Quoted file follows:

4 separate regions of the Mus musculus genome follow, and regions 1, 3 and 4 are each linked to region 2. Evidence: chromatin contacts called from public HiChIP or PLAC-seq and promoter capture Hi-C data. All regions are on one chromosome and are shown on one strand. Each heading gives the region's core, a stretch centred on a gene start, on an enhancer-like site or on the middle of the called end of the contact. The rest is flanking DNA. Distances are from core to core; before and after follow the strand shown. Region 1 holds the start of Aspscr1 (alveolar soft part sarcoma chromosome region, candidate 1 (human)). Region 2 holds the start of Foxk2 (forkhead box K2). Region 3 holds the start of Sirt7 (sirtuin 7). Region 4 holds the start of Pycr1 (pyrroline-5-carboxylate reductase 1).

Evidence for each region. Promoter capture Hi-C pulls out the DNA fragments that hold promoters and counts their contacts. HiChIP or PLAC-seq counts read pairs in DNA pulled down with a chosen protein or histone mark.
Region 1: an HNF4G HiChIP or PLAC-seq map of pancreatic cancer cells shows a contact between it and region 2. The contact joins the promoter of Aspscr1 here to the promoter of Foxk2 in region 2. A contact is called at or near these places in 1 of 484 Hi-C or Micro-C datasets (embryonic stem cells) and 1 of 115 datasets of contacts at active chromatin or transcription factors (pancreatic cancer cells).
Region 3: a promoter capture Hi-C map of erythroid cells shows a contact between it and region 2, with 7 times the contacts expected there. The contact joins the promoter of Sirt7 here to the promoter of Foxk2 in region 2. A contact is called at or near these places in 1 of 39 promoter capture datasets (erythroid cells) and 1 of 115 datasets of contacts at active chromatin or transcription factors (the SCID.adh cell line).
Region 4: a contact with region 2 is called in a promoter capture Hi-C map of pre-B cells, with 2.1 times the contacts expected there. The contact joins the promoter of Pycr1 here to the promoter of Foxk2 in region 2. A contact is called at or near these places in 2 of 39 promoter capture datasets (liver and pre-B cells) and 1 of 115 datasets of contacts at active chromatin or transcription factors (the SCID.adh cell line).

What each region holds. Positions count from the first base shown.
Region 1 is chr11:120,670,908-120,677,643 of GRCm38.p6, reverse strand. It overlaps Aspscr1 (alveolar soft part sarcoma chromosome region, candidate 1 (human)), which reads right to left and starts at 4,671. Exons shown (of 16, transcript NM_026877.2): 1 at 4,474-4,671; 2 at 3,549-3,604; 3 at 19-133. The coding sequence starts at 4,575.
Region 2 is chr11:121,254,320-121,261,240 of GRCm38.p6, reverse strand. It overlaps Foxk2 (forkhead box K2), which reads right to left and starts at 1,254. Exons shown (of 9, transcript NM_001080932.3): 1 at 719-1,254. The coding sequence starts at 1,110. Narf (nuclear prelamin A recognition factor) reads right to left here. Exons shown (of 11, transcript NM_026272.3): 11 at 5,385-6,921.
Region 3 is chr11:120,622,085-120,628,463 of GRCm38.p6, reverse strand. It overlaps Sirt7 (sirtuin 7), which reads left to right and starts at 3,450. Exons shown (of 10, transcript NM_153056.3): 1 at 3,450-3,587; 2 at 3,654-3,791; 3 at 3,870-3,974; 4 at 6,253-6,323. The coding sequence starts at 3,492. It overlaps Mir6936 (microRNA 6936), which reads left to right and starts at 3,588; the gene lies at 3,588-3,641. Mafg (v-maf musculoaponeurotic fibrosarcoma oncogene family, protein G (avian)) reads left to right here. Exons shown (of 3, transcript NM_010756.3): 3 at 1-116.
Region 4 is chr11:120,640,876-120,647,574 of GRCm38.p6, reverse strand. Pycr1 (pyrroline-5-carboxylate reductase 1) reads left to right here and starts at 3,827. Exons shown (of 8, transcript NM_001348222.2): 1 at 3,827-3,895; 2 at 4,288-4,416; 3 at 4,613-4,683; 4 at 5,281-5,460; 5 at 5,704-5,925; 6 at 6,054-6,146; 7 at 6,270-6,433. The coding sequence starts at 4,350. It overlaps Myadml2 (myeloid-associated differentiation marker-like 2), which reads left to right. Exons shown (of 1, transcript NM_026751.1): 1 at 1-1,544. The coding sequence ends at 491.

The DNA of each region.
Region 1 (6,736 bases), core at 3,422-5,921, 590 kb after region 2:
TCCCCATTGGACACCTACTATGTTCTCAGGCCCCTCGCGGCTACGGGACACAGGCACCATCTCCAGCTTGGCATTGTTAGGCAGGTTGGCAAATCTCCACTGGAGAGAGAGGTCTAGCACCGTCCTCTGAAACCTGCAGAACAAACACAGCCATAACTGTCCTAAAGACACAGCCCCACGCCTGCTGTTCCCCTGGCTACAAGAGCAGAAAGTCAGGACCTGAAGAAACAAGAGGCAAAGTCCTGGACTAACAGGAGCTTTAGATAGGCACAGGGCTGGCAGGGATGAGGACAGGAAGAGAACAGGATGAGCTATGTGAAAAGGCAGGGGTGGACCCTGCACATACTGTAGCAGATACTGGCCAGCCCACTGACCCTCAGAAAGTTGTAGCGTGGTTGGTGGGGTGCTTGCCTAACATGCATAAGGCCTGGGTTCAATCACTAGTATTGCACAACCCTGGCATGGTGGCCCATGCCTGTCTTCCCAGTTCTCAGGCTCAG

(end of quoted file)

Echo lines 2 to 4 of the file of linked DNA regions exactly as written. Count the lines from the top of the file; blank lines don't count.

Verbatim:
Evidence for each region. Promoter capture Hi-C pulls out the DNA fragments that hold promoters and counts their contacts. HiChIP or PLAC-seq counts read pairs in DNA pulled down with a chosen protein or histone mark.
Region 1: an HNF4G HiChIP or PLAC-seq map of pancreatic cancer cells shows a contact between it and region 2. The contact joins the promoter of Aspscr1 here to the promoter of Foxk2 in region 2. A contact is called at or near these places in 1 of 484 Hi-C or Micro-C datasets (embryonic stem cells) and 1 of 115 datasets of contacts at active chromatin or transcription factors (pancreatic cancer cells).
Region 3: a promoter capture Hi-C map of erythroid cells shows a contact between it and region 2, with 7 times the contacts expected there. The contact joins the promoter of Sirt7 here to the promoter of Foxk2 in region 2. A contact is called at or near these places in 1 of 39 promoter capture datasets (erythroid cells) and 1 of 115 datasets of contacts at active chromatin or transcription factors (the SCID.adh cell line).